Really, America? This is the kind of person you wish to drive from your shores?

If one thinks of all the places one could have been born in this world, and the place where one is living now, there’s no ethical argument for preventing free migration. These laws are fueled by xenophobic voters, nativist political parties and the politicians who pander to them.

Even the dangers of the journeys – no doubt enhanced by their illegality – don’t justify trapping industrious people behind national borders for life. It’s true that before their rescue and detention by immigration authorities, ten passengers aboard The Golden Venture drowned. But some two dozen astronauts and cosmonauts have died on their journeys-of-a-lifetime. It doesn’t mean we stop going; it means we put more resources into safety.

Here’s a temporary workaround: For those willing to give up everything, including their previous lives and all their savings, and brave a treacherous ocean journey to come to your country, from China, or Cuba, or anywhere else, haven’t they already passed the most practical and discerning citizenship test of all? They should be given immigration papers and work permits right there on the beach along with a cab ride into town; we can be confident they’ll be working tomorrow, paying taxes next week and speaking English within months. Great nations have been built by industrious risk-takers like this.


“Give me your tired, your poor,
Your huddled masses yearning to breathe free,
The wretched refuse of your teeming shore.
Send these, the homeless, tempest-tost to me,
I lift my lamp beside the golden door!”
-Inscription on the Statue of Liberty

Welcome to New York. Just make sure you’re politically favored before you try to test our tolerance.

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Amazon Opens Warehouses To Tours

Amazon Opens Warehouses To Tours

I thought you brought the map

From CNN Money: Amazon opens warehouses to tours

Of Amazon’s 37 U.S. fulfillment centers, six will begin offering public tours this month. I’ll bet the technology and organization would be fascinating, but one look at the tours’ home page leads me to think Amazon’s primary goal is fighting the perceptions they’re treating their packing and shipping employees poorly. The page reads like a recruitment poster for warehouse personnel, emphasizing high pay, immediate eligibility for extensive benefits, career training and a focus on workplace safety. Now that the conditions of low-wage workers have become so politicized, this is how Amazon plays the P.R. game.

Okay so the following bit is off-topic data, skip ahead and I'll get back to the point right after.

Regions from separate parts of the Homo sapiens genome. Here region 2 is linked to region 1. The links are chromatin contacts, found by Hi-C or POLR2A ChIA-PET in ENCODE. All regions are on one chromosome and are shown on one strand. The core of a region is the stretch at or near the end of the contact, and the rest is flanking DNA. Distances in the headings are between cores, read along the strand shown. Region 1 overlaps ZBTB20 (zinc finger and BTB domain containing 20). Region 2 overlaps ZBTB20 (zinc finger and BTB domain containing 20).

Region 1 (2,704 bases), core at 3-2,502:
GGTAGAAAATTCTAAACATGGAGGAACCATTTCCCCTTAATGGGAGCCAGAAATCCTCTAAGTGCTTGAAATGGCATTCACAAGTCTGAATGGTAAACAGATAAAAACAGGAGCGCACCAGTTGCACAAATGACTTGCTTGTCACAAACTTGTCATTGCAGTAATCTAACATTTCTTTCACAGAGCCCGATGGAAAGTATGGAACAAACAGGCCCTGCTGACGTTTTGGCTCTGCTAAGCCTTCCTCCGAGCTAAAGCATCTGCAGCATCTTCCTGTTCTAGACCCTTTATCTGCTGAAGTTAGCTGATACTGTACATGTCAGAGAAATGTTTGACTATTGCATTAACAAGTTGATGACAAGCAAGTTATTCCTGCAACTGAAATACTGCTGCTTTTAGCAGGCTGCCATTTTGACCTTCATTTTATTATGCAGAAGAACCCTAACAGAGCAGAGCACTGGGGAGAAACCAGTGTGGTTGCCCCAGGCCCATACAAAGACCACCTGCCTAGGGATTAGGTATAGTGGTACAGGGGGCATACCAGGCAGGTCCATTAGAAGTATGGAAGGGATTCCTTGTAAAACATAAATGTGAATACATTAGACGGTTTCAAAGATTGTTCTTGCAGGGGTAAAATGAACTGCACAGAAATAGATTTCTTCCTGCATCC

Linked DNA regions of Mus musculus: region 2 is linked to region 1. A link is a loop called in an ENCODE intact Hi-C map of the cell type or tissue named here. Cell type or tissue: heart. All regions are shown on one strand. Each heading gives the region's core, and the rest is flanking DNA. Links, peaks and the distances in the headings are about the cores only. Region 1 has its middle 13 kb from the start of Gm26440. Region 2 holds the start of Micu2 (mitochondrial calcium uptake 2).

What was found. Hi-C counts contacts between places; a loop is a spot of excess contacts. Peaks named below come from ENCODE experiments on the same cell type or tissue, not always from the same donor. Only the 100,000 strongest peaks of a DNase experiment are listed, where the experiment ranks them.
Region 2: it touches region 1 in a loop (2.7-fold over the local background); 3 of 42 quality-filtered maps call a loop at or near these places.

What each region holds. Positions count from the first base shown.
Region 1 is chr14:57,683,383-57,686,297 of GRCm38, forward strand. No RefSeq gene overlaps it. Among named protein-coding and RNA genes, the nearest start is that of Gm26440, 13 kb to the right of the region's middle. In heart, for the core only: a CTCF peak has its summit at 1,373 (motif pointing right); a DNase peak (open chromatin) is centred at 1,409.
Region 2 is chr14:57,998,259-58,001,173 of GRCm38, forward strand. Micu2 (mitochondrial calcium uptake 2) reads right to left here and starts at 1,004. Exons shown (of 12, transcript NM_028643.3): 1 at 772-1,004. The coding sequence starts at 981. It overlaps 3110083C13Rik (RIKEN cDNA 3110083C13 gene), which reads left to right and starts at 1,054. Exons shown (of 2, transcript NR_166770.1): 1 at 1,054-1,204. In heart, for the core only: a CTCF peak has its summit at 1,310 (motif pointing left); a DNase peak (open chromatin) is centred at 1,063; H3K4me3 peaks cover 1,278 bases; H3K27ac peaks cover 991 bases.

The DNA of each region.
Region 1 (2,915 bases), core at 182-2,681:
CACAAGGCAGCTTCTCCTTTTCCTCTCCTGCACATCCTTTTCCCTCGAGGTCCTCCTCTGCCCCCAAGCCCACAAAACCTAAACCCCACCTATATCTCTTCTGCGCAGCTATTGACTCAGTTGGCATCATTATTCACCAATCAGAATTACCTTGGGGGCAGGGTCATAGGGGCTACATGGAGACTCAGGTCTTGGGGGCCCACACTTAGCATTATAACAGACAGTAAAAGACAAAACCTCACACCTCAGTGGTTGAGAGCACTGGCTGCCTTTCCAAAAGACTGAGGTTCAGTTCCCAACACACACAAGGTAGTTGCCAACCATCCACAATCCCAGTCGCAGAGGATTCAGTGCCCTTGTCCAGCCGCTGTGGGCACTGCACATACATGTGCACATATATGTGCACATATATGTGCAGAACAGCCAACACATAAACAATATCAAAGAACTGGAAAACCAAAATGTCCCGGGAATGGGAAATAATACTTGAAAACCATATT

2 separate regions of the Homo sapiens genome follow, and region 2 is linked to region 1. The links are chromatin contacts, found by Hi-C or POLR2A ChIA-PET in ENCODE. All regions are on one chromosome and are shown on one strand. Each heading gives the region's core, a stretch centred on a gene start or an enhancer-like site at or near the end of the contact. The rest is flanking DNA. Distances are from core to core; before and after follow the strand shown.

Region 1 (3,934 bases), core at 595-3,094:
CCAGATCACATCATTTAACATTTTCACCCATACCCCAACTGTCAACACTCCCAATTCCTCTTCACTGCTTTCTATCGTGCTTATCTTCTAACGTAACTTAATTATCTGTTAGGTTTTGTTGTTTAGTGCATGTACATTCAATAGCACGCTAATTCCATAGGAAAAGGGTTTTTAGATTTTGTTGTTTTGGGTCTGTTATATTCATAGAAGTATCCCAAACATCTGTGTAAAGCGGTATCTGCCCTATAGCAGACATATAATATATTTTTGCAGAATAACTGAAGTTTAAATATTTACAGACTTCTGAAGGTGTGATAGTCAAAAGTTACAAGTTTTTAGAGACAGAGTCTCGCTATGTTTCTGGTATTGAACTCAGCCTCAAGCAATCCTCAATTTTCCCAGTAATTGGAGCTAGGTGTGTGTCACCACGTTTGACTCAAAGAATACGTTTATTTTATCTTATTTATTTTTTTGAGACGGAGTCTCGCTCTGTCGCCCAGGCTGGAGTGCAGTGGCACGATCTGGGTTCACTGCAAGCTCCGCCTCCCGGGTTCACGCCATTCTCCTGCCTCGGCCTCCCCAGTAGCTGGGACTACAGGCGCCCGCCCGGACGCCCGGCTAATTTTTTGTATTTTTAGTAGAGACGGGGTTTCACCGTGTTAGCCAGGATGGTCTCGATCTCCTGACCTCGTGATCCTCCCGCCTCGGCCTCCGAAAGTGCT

We probably shouldn’t expect any changes over at Google with their famously tight data center security, where almost no one can get a tour. This is probably because Google boffins are well paid and with the exception of perhaps hard drives and RAM, every piece of computer, networking and data center kit is a custom-made trade secret.

Want an interesting and accessible tour of slightly older but no less fascinating distribution technology? Visit the San Francisco Cable Car Museum/Barn/Powerhouse. Every technology nerd I’ve sent there loves it. I wish I could put on coveralls and do an internship.


 I’d bring coffee if they’d let me help with an all-night cable splice

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San Francisco Rent Control Tenant Buyout Offers Now Approaching 100 Months Rent

san francisco rent control tenant buyout

We’d love to take your $50,000, but we can’t afford it

From the S.F. Gate: S.F. landlords offer tenants tempting offers to move out

This is what San Francisco rent control has become. 24 years ago, the Reyes family moved into a studio apartment in San Francisco’s Mission District, a favorite haunt of tech employees and urban hipsters. The neighborhood is booming but rent control has kept their rent to $549 per month while the market rate is probably $2,000 or more.

By law, the landlord can neither raise the rent nor evict them so now he’s forced to offer the family a $50,000 tenant buyout just to leave. Note that this effectively means refunding all rent paid for the past 7+ years, just to reclaim an apartment he already owns, maintains and pays property taxes on.

Rent control has effectively granted the tenants a tangible property right in their landlord’s property. It’s a strange sort of Adverse Possession (Wikipedia), in which the legal owner knew of their presence all along and still couldn’t do anything about it.

Who would want to build apartments in a city like this? That’s why the cycle of high rents, rent control and housing shortages continues.

San Francisco’s housing market is expensive and dysfunctional. At least the views are nice.

Posted in Adverse Possession, Economics, Housing, Markets That Won't Clear, Rent Control, You're Not Helping | Tagged , , , , , | Leave a comment